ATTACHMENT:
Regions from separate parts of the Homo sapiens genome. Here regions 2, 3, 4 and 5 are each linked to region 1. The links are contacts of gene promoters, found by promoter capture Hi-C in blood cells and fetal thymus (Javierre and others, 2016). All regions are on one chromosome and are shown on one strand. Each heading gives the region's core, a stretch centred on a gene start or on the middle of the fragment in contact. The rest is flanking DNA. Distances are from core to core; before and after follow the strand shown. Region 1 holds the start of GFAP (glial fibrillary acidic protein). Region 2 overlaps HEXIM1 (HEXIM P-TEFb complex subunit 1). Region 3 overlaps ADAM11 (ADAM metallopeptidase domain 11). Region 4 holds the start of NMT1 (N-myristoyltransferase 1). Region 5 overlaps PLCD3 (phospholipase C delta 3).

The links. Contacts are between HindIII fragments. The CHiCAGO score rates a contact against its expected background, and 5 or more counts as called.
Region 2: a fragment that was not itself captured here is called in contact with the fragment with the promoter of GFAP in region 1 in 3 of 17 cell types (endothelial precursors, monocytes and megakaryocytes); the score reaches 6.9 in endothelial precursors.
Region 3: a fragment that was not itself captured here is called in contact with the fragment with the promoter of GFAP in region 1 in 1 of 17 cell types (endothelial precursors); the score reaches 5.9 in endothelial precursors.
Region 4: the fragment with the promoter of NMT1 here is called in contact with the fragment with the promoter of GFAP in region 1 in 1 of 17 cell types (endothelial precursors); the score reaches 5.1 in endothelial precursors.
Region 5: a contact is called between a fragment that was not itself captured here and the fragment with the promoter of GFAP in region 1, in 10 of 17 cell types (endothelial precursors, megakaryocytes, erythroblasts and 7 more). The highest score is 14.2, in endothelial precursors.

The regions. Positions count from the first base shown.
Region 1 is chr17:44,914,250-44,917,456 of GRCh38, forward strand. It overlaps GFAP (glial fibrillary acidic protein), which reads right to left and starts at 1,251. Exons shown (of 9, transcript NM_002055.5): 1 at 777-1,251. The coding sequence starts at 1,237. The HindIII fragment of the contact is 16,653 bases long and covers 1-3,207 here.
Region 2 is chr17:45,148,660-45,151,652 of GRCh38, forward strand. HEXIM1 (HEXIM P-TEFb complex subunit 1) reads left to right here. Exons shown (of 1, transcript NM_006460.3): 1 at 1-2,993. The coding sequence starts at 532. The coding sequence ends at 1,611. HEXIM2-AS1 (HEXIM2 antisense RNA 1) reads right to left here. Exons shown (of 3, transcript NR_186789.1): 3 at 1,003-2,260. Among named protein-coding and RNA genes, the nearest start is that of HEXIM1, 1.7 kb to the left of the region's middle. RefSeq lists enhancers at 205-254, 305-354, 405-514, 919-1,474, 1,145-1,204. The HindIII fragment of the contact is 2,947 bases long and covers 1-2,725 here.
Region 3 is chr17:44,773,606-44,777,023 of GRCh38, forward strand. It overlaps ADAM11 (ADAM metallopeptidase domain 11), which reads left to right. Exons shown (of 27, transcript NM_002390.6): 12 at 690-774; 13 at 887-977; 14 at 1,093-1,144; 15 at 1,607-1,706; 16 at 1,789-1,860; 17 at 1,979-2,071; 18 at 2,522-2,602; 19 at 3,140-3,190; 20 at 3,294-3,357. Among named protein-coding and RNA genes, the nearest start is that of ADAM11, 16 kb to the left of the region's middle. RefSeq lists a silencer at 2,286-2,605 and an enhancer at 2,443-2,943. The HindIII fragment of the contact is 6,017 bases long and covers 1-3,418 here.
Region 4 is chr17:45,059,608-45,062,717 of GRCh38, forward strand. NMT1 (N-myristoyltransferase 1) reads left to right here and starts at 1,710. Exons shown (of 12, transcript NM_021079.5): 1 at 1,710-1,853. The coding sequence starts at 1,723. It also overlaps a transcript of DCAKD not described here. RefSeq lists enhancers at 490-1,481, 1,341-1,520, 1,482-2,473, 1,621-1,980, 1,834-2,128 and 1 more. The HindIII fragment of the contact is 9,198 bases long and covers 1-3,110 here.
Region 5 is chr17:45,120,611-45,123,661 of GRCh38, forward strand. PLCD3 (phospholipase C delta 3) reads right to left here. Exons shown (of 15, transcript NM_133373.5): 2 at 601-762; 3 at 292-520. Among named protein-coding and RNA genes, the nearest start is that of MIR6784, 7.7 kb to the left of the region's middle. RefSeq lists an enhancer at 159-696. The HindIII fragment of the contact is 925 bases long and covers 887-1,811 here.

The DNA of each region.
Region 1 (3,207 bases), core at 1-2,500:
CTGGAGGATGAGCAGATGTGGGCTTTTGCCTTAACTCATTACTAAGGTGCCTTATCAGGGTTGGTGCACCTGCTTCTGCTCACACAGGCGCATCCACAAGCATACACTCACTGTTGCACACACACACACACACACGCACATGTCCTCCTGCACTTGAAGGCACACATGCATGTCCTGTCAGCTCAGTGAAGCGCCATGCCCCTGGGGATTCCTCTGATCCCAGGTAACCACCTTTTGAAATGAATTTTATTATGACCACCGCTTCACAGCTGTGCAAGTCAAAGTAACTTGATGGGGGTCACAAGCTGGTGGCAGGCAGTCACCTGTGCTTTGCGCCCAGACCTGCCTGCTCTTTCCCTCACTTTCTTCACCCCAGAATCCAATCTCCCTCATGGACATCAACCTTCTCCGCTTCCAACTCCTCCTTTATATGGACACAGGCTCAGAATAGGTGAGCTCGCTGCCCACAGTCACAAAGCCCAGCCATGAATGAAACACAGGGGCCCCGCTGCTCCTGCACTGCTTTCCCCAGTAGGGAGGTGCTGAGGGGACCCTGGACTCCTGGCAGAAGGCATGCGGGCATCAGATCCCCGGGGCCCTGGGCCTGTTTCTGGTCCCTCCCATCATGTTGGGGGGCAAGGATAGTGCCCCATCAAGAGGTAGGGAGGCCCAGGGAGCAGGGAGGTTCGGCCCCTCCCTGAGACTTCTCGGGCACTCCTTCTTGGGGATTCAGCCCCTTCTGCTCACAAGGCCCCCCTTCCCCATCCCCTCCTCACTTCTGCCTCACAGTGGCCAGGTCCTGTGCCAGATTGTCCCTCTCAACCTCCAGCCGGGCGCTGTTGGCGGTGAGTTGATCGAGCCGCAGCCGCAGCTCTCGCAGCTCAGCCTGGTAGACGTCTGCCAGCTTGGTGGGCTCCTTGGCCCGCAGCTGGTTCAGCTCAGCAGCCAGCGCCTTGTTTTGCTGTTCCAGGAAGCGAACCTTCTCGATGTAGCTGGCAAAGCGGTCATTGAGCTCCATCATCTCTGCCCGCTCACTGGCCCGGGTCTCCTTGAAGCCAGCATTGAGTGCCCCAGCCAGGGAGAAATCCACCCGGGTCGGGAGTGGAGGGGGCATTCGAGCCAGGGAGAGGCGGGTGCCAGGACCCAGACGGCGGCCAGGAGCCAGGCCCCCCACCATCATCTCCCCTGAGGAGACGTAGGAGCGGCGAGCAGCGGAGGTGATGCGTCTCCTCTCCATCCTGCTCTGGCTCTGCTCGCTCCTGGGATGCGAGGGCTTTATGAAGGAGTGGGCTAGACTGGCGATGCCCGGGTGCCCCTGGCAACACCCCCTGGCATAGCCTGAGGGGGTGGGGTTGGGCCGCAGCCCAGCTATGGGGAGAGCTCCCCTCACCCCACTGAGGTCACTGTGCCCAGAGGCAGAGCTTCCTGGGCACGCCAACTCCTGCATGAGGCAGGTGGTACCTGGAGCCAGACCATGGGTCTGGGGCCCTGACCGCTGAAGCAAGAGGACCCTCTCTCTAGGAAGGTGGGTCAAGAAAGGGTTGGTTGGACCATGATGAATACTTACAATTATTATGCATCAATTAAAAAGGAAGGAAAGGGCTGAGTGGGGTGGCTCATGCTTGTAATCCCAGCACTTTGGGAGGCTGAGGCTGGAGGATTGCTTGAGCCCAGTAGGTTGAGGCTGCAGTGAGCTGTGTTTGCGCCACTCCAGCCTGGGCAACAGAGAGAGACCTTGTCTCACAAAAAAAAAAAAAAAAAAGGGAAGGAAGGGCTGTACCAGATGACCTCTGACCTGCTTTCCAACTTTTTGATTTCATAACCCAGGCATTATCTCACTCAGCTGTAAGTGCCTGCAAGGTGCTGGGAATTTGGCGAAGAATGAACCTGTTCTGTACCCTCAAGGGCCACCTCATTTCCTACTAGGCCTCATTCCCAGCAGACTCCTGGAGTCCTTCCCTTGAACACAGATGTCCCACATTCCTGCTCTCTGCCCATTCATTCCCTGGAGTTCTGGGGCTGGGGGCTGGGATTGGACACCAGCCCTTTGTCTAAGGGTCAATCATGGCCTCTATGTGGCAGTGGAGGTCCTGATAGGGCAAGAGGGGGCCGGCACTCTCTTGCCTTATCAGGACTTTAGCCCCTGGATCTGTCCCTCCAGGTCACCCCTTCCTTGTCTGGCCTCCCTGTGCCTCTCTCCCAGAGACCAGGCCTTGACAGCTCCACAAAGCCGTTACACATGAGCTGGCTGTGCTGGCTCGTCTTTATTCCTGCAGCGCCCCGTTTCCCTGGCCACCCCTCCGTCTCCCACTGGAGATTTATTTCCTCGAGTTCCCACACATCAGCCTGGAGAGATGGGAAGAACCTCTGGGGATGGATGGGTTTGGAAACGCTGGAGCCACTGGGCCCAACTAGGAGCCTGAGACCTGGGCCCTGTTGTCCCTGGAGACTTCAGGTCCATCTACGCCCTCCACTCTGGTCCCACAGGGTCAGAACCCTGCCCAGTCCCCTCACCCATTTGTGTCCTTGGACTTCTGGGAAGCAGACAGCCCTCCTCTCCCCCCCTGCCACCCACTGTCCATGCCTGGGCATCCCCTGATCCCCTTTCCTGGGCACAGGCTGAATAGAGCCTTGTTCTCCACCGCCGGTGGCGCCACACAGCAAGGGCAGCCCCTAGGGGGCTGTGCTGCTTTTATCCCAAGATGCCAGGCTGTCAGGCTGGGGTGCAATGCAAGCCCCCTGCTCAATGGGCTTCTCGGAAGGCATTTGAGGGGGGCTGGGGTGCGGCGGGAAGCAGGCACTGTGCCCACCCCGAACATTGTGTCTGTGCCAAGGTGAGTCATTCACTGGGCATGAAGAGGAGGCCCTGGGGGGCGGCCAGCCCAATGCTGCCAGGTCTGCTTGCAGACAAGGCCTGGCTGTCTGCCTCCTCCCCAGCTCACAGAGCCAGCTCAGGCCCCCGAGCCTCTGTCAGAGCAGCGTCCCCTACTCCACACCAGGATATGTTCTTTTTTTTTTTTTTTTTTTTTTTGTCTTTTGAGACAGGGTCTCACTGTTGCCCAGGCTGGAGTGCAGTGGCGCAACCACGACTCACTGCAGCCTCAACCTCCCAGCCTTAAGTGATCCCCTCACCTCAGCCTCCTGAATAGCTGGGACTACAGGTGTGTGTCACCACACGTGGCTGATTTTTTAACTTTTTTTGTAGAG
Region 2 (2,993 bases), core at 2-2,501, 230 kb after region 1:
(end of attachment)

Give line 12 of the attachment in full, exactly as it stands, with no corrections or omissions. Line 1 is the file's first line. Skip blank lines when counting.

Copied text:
Region 5 is chr17:45,120,611-45,123,661 of GRCh38, forward strand. PLCD3 (phospholipase C delta 3) reads right to left here. Exons shown (of 15, transcript NM_133373.5): 2 at 601-762; 3 at 292-520. Among named protein-coding and RNA genes, the nearest start is that of MIR6784, 7.7 kb to the left of the region's middle. RefSeq lists an enhancer at 159-696. The HindIII fragment of the contact is 925 bases long and covers 887-1,811 here.